(ORDO NEWS) — Many people around the world believe in what they cannot see. Whether it’s invisible gods, luck or fate, these supernatural forces continue to show their influence, from individuals to the structure of society.
One such belief in the unseen, with surprisingly strong evidence, is the belief in ley lines. These hidden paths form a grid across the Earth, connecting sacred sites into a web of straight lines that covers the entire planet.
In this way, the ley lines connect the sacred and most important places of ancient worship all over the planet in an amazingly comprehensive way. Landmarks such as the Egyptian pyramids, the Great Wall of China, Stonehenge and others have been found on the ley lines.
Given the lack of agreed-upon communication between the cultures that built these objects, this poses a dilemma for us. Is it possible that ancient people knew about earth energies when they chose their holy places? Is it possible that they could sense that the energy of the Earth is stronger around these ley lines?
Or is it all a form of confirmation bias, where the researchers drew enough straight lines on a map to confuse randomness with significance?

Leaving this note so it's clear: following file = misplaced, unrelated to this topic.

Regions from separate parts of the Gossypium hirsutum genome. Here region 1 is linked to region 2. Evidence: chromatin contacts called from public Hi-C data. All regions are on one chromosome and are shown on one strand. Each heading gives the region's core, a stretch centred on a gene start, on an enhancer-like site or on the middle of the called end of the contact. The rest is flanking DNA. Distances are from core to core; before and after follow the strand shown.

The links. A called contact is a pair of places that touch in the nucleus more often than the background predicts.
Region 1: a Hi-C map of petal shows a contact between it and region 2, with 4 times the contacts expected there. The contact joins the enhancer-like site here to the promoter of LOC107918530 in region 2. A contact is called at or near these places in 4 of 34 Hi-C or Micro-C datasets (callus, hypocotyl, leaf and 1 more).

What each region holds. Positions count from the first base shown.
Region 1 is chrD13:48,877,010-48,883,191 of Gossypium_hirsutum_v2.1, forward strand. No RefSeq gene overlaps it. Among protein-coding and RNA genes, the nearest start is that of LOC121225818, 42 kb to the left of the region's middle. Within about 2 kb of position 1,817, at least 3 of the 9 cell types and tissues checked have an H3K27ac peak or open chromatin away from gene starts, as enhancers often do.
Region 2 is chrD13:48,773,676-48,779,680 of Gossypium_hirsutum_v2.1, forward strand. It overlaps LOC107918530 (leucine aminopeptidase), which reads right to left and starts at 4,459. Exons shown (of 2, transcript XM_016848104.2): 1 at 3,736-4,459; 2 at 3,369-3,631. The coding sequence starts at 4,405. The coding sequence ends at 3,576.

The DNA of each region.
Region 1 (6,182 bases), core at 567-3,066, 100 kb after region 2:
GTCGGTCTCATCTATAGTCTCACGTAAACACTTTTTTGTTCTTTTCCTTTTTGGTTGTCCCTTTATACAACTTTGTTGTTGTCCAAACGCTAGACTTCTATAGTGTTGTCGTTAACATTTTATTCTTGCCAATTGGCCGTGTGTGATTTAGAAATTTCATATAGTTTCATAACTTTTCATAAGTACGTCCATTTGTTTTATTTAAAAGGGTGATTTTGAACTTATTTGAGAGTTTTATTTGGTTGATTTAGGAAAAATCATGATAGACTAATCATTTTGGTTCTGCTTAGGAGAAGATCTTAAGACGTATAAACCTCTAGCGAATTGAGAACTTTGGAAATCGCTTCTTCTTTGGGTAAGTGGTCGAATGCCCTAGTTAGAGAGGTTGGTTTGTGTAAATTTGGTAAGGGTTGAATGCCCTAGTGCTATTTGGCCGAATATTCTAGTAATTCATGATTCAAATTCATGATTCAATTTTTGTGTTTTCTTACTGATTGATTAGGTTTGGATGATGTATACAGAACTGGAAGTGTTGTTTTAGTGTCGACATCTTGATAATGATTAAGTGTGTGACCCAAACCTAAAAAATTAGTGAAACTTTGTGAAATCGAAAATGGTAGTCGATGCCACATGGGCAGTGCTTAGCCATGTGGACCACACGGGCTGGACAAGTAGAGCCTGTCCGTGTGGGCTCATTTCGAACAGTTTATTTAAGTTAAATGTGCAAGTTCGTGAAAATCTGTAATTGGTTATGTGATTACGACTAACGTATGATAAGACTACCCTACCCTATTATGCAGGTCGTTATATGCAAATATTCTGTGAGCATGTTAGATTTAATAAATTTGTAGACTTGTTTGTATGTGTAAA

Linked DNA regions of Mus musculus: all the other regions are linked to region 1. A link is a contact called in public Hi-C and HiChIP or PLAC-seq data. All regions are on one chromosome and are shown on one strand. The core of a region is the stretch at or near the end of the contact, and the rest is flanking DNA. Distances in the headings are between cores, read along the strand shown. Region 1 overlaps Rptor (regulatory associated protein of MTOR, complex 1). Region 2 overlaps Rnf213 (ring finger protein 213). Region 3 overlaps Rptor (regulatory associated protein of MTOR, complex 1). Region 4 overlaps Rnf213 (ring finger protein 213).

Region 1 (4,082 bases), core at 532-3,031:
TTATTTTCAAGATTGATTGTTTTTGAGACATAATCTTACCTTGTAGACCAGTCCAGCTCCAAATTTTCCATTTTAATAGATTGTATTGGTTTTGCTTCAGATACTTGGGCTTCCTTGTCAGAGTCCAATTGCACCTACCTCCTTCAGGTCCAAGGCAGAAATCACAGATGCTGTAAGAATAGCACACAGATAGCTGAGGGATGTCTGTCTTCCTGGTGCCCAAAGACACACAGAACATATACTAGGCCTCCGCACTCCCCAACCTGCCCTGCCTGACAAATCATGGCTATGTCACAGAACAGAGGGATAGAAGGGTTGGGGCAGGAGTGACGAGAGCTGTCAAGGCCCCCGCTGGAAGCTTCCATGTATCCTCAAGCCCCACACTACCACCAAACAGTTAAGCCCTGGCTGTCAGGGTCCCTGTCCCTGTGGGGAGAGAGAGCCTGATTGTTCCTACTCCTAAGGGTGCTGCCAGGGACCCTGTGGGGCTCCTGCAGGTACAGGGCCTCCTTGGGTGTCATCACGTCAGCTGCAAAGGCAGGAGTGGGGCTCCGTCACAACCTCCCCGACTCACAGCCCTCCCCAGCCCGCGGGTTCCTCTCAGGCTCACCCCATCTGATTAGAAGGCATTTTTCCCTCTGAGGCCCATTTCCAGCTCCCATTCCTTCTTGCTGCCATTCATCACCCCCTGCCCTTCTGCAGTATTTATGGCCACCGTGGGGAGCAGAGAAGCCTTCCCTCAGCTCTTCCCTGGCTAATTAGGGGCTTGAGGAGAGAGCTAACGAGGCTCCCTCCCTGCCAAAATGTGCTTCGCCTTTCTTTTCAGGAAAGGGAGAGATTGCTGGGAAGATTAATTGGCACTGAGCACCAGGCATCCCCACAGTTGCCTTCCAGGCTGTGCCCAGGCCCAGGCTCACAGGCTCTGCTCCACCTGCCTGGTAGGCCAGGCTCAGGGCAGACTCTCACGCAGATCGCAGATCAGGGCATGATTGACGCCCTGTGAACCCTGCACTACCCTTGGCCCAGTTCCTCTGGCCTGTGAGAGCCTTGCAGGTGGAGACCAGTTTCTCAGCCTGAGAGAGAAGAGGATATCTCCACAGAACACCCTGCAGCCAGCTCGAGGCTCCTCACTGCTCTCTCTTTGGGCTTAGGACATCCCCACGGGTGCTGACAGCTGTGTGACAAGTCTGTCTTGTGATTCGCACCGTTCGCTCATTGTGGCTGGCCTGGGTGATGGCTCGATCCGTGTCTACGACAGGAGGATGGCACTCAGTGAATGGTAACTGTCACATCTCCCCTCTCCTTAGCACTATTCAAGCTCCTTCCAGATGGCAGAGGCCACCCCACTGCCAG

Ley line theory
The concept of ley lines is surprisingly recent considering what objects are being referred to, having first been theorized in detail in 1921. Since then, the debate has not been concluded, and the debate about whether they exist or not continues.
Indeed, many ley line proponents admit to not understanding their purpose in detail. Most come to the conclusion that these lines represent areas of natural power, and the places where they intersect are especially powerful. But how this manifests itself and how it can be useful remains a mystery.
In 1921, an archaeologist named Alfred Watkins made a controversial observation. Watkins argued that dozens of famous ancient sites located around the globe can be shown to have been built in a series of straight lines.
Whether these sites were man-made or natural, they somehow fell into this pattern, into a series of what he called “lei lines.” With this theory, he created the concept that some natural force of the Earth was manifested in the arrangement of these objects.
Like lines of longitude and latitude, these lines traverse the globe. Natural formations, monuments, and even rivers follow these lines and are therefore assumed to have some kind of supernatural energy.
Alfred Watkins offered evidence for his theory by giving examples of various types of monuments located in a straight line around the globe.
He drew a straight line through southern England, and later from the southern tip of Ireland to Israel, which he claimed connected seven different places where the name “Michael” appeared in one form or another. This line has been called the “Line of Saint Michael”.
The presence of the lines is easy to prove to anyone with access to the map, but this is clearly insufficient proof.